Kenya and Tanzania seem to have fallen into a time machine that has taken them back to the scuffling of the 1970s and 1980s.
In the past week, Tanzania slashed Kenya Airways flights from Nairobi to Dar es Salaam, Zanzibar and Kilimanjaro by nearly 70 per cent.
That action comes on the back of a Kenyan decision late last year to ban Tanzanian tour vans from dropping or picking up tourists visiting the country at Jomo Kenyatta International Airport.
The two countries have over the years squabbled over milk imports from Kenya, levies on trucks crossing the border, and a range of other issues.
In the same week that Tanzania came down with the decision on KQ, the Tanzanian parliament approved a stringent new law aimed at curbing foreign employment. The Bill requires firms to satisfy the authorities that no local can do the job before employing a foreigner.
The BBC said the move reflects growing resentment towards foreign workers in Tanzania, and the media in Dar es Salaam quoted Member of Parliament Esther Bulaya saying it did not “make sense to see a Chinese driving a commuter bus” in Tanzania.
Analysts see the Bill affecting not just Chinese, but East Africans too — especially, you guessed right, Kenyans.
Critics of Tanzania see these kinds of actions as representing a xenophobic streak, and Tanzanians on the other hand allege that Kenyans are arrogant and have a superiority complex.
There is probably some soul-searching needed in Dar es Salaam, because Tanzania has had these flaps with other East African Community partners: With Rwanda, especially over the eastern DR Congo; and sporadic trade and movement disputes with Uganda at the two countries’ common border too. It’s possible, but it cannot be that everyone else is wrong, and Tanzania is always right.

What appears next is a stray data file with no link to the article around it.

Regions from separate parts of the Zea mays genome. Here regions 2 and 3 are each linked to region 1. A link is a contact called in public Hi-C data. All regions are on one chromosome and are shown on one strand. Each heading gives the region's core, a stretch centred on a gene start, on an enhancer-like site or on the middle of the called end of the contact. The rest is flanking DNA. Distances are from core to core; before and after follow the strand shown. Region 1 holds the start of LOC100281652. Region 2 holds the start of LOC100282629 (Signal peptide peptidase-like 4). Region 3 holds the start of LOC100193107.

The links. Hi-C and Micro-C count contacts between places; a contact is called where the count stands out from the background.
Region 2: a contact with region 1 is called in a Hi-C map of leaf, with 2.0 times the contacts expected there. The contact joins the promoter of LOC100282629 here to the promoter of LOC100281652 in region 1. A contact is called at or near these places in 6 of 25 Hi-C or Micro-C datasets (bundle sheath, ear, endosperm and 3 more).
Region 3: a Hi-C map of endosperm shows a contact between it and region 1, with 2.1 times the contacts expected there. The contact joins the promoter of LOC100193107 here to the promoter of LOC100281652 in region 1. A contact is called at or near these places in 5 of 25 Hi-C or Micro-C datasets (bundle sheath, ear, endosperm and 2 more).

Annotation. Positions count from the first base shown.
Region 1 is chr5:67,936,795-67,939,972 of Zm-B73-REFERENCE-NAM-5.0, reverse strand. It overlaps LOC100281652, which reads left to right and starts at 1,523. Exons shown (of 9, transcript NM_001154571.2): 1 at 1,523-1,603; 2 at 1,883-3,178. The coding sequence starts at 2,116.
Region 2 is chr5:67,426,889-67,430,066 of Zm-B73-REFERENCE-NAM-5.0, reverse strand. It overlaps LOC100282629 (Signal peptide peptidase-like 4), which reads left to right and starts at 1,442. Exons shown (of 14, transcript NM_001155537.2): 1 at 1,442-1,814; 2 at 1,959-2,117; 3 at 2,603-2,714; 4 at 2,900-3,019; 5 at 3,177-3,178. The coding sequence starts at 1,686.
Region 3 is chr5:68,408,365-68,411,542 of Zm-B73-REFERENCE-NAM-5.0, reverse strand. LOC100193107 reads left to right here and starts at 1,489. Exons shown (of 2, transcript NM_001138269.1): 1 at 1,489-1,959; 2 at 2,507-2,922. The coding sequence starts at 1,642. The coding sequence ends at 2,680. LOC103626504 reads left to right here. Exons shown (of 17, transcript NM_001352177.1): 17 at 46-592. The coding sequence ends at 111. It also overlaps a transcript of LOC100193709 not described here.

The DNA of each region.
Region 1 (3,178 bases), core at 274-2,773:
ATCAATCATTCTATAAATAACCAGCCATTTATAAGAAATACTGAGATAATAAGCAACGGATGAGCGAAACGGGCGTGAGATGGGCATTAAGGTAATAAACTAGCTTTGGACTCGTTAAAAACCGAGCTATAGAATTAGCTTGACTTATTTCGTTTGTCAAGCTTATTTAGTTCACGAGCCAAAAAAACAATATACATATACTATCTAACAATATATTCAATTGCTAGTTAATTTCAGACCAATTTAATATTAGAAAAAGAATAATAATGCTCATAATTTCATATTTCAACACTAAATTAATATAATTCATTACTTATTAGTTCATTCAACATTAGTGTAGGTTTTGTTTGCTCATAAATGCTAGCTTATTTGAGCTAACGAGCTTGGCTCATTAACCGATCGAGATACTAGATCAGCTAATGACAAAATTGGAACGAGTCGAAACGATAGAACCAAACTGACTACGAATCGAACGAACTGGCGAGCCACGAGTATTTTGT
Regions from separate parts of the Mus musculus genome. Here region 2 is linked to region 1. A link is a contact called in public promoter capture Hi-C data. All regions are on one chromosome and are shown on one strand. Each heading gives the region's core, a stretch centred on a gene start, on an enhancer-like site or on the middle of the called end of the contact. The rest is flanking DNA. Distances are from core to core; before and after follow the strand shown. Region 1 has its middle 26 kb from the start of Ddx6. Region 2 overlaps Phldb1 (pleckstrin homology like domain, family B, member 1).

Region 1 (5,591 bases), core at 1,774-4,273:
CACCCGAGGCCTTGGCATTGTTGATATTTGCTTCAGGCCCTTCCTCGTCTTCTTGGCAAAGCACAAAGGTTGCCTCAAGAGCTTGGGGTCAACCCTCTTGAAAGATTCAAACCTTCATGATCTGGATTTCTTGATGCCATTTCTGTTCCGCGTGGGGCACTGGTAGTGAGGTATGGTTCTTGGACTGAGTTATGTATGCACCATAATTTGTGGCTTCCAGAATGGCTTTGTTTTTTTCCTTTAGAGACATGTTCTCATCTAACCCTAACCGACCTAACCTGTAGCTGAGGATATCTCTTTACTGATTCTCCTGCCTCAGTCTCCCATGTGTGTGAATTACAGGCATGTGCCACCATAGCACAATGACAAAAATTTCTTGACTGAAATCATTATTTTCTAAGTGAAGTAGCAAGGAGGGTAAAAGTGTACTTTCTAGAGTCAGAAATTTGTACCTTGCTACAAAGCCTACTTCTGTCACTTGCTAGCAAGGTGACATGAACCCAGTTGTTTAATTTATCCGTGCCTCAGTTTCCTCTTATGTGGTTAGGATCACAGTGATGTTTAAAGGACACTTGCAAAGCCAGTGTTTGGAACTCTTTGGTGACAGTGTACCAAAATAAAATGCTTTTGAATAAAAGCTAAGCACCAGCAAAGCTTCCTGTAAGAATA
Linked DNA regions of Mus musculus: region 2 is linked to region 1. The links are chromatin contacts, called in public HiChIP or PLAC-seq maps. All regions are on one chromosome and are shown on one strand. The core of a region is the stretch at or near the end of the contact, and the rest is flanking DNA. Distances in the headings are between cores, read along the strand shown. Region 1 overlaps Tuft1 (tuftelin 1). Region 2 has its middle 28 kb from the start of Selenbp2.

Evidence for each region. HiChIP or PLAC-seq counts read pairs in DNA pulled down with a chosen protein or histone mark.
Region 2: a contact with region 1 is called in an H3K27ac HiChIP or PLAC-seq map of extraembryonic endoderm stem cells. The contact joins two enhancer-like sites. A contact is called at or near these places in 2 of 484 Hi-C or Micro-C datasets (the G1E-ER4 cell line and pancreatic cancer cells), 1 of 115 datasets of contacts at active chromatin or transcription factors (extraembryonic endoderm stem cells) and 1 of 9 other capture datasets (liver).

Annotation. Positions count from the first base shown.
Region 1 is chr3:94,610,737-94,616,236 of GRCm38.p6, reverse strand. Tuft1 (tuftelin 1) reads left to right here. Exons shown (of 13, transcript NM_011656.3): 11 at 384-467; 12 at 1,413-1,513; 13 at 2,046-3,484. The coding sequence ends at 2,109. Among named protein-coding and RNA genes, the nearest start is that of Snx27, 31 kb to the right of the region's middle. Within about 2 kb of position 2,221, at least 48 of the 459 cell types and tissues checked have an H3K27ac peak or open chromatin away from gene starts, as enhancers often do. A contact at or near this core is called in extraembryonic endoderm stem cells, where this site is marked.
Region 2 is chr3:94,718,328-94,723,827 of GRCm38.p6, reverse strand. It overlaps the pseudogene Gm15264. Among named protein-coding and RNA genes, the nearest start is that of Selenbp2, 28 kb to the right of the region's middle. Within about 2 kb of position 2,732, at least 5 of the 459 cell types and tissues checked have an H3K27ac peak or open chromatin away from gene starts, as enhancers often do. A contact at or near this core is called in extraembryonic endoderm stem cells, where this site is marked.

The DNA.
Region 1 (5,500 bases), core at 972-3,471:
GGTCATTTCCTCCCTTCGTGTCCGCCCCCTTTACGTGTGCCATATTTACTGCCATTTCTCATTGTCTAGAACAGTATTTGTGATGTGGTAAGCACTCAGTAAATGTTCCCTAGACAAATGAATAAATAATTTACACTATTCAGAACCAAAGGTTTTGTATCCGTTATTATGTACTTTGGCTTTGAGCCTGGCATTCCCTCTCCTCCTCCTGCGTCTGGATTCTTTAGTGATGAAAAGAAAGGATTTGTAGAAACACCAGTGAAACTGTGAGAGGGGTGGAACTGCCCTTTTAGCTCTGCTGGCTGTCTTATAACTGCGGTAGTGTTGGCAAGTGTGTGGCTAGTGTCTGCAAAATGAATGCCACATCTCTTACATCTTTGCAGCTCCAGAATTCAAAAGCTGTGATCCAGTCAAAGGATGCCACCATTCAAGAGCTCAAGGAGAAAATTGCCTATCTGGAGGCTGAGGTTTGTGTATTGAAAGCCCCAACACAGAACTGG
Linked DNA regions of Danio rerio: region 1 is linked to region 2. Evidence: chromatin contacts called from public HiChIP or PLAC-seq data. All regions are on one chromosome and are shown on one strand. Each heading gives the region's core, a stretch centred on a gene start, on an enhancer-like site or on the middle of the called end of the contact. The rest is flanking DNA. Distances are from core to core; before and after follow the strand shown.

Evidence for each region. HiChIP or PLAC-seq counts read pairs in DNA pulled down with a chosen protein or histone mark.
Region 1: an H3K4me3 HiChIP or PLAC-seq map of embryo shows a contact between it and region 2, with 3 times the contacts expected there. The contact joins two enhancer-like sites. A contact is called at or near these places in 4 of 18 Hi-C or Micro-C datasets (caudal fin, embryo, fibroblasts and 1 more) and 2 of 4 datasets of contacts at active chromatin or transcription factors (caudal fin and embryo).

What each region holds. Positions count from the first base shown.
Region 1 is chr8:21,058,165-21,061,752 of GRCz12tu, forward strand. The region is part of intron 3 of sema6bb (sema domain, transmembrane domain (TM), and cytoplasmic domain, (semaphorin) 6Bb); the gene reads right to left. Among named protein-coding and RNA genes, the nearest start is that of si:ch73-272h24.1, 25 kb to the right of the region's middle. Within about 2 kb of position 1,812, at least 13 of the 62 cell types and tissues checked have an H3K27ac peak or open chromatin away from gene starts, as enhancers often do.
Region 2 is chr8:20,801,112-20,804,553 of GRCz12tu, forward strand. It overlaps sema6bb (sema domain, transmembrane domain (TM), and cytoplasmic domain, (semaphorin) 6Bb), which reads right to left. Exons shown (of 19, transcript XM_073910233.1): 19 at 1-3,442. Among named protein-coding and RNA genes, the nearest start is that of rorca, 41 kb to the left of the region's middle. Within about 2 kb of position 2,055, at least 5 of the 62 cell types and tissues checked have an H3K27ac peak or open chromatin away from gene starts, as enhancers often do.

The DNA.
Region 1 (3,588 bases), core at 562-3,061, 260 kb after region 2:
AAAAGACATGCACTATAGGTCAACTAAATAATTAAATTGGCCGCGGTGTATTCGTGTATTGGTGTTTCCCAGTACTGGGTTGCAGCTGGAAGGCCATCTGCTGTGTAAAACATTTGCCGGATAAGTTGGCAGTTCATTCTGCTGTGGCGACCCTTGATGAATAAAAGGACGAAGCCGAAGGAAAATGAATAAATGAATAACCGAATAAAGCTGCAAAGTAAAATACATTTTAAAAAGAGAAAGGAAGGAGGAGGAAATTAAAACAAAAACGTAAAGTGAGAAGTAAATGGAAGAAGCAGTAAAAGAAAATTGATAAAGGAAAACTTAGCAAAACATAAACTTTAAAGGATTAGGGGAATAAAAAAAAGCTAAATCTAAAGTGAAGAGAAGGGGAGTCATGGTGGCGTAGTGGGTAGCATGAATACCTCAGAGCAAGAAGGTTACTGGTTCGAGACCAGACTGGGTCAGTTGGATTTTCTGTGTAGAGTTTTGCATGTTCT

Yet, whatever the truth, those arguments miss the bigger point. In many ways, the EAC was created precisely because of these kinds of problems, and the plan was it would reduce them and create a region that trades freely and, mostly, grows rich together.
These setbacks are not because no initiatives have been undertaken towards regional integration. Rather, the trouble they are not numerous enough or fast enough to create a critical mass and a pro-EAC constituency in each of the countries large enough that politicians would be too afraid to antagonise it — or, conversely, would bring them more votes than playing the nationalist card.
Kenya and Rwanda probably have the most pro-EAC elite, but to them integration is utilitarian — it brings certain benefits that can be measured in the number of roadblocks removed from roads, increased earnings of their companies that trade in the region, and easier clearance of goods from Mombasa.
They are not good at seeing the soft benefits or the political ones. Ugandans are better at that, but then it means the country is slow on matters that make business sense — it was late lifting work permit requirements for East Africans by six years.
Tanzania, on the other hand, contradictorily wants the soft, political, and economic benefits of integration all without having to integrate.
Well, all is not lost. At least it wants something.
Charles Onyango-Obbo is editor of Mail & Guardian Africa. Twitter: @cobbo3